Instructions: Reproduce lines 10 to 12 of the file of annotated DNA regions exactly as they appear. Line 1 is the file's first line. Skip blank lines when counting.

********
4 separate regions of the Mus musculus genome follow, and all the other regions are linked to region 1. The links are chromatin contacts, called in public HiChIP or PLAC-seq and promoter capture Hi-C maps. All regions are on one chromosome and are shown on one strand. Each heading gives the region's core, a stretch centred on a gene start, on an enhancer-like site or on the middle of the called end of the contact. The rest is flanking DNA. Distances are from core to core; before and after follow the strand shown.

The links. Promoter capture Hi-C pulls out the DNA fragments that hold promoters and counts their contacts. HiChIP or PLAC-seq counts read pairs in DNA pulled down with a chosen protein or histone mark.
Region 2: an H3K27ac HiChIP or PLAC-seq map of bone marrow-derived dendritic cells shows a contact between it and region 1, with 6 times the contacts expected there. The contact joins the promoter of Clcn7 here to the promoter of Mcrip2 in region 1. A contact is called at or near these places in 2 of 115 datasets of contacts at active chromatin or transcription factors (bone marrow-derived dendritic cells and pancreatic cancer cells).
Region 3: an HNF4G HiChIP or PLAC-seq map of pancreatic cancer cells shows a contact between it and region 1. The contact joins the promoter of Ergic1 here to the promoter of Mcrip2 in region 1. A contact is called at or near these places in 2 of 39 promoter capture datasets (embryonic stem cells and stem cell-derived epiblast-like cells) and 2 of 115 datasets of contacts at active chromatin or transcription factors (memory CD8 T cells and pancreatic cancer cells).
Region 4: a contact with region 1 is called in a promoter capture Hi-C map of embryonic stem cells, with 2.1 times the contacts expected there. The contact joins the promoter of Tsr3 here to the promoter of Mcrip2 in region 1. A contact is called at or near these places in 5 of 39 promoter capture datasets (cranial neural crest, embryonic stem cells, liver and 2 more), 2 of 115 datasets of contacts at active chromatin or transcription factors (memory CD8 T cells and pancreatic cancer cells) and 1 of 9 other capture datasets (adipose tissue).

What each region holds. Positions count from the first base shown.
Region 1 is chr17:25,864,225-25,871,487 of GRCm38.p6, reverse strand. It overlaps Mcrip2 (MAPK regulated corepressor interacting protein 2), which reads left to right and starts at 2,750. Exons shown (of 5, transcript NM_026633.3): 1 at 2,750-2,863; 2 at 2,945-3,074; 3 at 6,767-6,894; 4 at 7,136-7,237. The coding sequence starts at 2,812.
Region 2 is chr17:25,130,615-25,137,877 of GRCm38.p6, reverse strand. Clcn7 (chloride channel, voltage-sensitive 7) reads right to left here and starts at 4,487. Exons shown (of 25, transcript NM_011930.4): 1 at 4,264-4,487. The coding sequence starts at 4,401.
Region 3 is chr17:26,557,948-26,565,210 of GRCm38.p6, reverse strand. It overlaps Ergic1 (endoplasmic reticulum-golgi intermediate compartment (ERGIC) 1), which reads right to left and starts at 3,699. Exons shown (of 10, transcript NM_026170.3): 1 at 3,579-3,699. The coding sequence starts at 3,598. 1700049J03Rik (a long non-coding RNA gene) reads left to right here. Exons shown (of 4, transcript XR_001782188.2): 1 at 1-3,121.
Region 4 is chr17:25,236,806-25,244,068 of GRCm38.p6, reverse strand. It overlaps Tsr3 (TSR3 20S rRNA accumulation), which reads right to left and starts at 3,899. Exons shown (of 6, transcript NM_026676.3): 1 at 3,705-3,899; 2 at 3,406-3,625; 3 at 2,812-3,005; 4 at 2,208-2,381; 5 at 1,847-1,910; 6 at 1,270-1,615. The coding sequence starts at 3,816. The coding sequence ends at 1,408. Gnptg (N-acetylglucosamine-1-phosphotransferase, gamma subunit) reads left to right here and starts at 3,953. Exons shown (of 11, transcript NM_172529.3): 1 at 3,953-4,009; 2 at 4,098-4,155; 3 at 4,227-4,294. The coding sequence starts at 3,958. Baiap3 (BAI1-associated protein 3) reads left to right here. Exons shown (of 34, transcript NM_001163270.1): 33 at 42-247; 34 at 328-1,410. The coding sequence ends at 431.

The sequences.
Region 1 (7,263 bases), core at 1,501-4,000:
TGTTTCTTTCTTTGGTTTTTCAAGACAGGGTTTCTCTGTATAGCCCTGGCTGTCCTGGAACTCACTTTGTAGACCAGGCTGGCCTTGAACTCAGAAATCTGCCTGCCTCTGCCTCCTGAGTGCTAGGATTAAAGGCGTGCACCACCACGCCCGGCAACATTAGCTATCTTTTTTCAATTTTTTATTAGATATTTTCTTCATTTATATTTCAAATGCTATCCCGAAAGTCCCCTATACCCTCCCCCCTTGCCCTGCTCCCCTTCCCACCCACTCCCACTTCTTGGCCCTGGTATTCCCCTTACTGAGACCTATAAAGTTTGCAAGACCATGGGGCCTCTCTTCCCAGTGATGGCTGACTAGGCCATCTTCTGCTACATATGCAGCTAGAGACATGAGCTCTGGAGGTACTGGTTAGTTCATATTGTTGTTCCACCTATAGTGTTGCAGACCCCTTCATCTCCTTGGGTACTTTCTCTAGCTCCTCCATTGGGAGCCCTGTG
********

Region 4 is chr17:25,236,806-25,244,068 of GRCm38.p6, reverse strand. It overlaps Tsr3 (TSR3 20S rRNA accumulation), which reads right to left and starts at 3,899. Exons shown (of 6, transcript NM_026676.3): 1 at 3,705-3,899; 2 at 3,406-3,625; 3 at 2,812-3,005; 4 at 2,208-2,381; 5 at 1,847-1,910; 6 at 1,270-1,615. The coding sequence starts at 3,816. The coding sequence ends at 1,408. Gnptg (N-acetylglucosamine-1-phosphotransferase, gamma subunit) reads left to right here and starts at 3,953. Exons shown (of 11, transcript NM_172529.3): 1 at 3,953-4,009; 2 at 4,098-4,155; 3 at 4,227-4,294. The coding sequence starts at 3,958. Baiap3 (BAI1-associated protein 3) reads left to right here. Exons shown (of 34, transcript NM_001163270.1): 33 at 42-247; 34 at 328-1,410. The coding sequence ends at 431.

The sequences.
Region 1 (7,263 bases), core at 1,501-4,000: